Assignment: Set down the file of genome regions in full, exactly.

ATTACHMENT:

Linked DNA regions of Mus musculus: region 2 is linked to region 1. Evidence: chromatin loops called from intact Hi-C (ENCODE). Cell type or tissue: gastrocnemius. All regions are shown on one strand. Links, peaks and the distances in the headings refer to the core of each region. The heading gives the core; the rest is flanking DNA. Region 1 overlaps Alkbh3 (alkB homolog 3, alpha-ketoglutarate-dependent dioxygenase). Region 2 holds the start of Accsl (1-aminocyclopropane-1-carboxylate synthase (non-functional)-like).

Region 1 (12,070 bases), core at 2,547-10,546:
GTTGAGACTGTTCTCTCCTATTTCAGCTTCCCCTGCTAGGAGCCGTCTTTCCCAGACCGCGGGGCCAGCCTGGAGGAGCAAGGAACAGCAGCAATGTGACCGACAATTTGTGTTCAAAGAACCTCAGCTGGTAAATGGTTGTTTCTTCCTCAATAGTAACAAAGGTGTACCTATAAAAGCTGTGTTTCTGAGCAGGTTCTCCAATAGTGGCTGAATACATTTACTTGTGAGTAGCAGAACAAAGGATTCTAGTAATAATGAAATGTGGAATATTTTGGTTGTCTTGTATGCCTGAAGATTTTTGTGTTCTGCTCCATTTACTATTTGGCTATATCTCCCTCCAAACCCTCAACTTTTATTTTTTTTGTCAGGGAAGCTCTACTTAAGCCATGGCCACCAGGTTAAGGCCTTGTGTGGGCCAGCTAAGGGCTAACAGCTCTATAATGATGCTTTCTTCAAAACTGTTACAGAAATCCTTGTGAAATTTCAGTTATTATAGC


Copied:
Linked DNA regions of Mus musculus: region 2 is linked to region 1. Evidence: chromatin loops called from intact Hi-C (ENCODE). Cell type or tissue: gastrocnemius. All regions are shown on one strand. Links, peaks and the distances in the headings refer to the core of each region. The heading gives the core; the rest is flanking DNA. Region 1 overlaps Alkbh3 (alkB homolog 3, alpha-ketoglutarate-dependent dioxygenase). Region 2 holds the start of Accsl (1-aminocyclopropane-1-carboxylate synthase (non-functional)-like).

Region 1 (12,070 bases), core at 2,547-10,546:
GTTGAGACTGTTCTCTCCTATTTCAGCTTCCCCTGCTAGGAGCCGTCTTTCCCAGACCGCGGGGCCAGCCTGGAGGAGCAAGGAACAGCAGCAATGTGACCGACAATTTGTGTTCAAAGAACCTCAGCTGGTAAATGGTTGTTTCTTCCTCAATAGTAACAAAGGTGTACCTATAAAAGCTGTGTTTCTGAGCAGGTTCTCCAATAGTGGCTGAATACATTTACTTGTGAGTAGCAGAACAAAGGATTCTAGTAATAATGAAATGTGGAATATTTTGGTTGTCTTGTATGCCTGAAGATTTTTGTGTTCTGCTCCATTTACTATTTGGCTATATCTCCCTCCAAACCCTCAACTTTTATTTTTTTTGTCAGGGAAGCTCTACTTAAGCCATGGCCACCAGGTTAAGGCCTTGTGTGGGCCAGCTAAGGGCTAACAGCTCTATAATGATGCTTTCTTCAAAACTGTTACAGAAATCCTTGTGAAATTTCAGTTATTATAGC